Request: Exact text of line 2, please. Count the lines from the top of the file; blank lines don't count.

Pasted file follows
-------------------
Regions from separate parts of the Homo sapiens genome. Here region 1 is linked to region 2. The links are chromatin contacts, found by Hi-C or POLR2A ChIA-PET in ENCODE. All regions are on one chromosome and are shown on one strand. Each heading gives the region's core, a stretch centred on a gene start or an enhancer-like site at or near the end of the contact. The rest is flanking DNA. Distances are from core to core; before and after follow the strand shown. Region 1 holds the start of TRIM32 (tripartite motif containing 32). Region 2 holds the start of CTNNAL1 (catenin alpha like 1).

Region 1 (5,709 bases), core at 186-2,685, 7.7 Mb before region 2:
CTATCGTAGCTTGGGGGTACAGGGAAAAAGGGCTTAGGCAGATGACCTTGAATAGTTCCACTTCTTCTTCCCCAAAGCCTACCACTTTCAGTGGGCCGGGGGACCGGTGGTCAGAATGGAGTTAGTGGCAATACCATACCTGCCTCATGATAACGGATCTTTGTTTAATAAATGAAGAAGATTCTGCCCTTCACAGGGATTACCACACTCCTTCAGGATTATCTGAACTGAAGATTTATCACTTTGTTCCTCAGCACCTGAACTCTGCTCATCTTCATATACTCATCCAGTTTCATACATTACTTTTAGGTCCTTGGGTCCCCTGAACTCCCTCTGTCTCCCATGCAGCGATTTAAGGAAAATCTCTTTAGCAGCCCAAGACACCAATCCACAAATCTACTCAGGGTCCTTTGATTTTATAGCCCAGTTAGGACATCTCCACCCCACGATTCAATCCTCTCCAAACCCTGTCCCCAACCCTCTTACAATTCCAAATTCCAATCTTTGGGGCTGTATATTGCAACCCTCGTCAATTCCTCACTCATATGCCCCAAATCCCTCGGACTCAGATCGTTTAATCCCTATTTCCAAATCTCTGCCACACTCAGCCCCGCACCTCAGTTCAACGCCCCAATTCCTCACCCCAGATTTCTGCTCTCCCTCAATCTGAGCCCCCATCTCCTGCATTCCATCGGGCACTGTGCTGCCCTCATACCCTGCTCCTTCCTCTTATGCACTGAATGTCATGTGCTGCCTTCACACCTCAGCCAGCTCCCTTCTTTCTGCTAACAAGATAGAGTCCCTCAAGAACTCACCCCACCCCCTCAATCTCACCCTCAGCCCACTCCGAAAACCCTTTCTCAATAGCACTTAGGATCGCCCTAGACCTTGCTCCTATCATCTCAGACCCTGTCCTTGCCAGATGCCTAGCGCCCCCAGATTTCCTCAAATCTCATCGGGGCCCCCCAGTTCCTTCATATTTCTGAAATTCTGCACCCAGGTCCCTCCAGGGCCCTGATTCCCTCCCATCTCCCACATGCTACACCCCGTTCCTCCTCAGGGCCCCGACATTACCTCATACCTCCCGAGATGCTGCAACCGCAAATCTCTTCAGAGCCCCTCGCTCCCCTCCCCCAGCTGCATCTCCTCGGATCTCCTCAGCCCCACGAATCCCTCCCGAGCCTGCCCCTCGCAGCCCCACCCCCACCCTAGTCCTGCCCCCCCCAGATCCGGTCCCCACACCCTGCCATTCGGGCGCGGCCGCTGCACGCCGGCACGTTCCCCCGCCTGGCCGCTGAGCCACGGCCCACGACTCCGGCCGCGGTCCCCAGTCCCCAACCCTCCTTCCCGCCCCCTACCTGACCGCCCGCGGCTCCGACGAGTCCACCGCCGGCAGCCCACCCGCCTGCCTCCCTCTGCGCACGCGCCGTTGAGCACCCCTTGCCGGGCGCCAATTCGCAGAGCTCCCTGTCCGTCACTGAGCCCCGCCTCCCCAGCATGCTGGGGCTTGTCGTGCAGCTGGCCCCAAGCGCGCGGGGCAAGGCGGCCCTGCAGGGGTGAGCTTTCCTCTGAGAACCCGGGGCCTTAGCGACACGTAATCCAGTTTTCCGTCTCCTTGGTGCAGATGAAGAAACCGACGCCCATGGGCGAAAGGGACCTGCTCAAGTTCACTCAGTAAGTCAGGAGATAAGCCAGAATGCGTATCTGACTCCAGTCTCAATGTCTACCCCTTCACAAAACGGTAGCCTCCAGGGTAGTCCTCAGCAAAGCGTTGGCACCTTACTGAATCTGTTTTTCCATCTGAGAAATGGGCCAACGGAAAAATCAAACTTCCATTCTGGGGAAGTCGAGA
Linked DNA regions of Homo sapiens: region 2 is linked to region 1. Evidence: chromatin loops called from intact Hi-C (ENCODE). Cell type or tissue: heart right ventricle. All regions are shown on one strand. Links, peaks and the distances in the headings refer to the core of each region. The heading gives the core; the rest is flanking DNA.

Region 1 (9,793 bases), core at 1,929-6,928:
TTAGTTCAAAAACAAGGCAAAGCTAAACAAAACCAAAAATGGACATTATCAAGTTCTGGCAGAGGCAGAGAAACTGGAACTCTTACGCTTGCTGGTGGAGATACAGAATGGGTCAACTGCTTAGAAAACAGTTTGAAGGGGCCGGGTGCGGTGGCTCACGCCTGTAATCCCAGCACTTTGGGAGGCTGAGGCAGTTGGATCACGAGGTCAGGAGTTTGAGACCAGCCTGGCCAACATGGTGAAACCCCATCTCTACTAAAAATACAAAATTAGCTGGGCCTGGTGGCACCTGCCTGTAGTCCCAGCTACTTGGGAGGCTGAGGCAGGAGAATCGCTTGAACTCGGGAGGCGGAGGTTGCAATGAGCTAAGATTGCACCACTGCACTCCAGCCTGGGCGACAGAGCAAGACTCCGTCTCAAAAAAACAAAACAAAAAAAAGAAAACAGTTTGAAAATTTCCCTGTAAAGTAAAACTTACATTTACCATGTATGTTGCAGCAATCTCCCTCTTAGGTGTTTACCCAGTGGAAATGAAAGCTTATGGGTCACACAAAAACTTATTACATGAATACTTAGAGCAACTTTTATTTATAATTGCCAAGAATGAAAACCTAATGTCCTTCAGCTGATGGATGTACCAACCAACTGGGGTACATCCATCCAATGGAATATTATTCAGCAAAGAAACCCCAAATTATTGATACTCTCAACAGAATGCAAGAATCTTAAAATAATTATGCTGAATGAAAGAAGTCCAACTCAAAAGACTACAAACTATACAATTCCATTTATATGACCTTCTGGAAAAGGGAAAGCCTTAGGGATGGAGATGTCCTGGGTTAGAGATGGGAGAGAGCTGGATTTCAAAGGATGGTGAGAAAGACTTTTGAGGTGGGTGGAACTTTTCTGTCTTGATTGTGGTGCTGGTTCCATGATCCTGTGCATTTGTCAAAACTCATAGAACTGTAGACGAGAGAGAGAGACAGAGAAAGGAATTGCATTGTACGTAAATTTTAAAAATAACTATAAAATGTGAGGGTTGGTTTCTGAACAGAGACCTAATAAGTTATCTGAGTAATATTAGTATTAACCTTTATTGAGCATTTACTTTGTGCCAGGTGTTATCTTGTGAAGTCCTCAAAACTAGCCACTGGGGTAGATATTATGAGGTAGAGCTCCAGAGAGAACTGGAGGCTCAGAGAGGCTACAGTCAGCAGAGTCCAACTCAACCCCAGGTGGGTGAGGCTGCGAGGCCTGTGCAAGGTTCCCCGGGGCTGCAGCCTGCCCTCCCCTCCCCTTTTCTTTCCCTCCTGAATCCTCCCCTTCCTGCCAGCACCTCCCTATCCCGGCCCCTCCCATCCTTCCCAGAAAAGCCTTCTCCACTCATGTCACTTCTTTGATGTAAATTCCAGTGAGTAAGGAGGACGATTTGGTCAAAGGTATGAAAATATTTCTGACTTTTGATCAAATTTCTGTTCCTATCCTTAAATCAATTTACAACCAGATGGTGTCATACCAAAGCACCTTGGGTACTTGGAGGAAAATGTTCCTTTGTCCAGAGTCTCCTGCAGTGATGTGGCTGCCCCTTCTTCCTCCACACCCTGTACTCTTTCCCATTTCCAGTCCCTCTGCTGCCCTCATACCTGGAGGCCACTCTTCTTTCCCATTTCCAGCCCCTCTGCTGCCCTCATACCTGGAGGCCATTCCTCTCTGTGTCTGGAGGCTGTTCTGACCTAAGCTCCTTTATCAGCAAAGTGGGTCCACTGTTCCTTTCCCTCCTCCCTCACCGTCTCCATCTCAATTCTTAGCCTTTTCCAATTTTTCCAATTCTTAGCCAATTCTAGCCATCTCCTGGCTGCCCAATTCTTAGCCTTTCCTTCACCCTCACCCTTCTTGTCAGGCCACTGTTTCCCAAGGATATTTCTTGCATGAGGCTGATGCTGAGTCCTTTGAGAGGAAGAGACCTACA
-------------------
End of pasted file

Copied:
Region 1 (5,709 bases), core at 186-2,685, 7.7 Mb before region 2: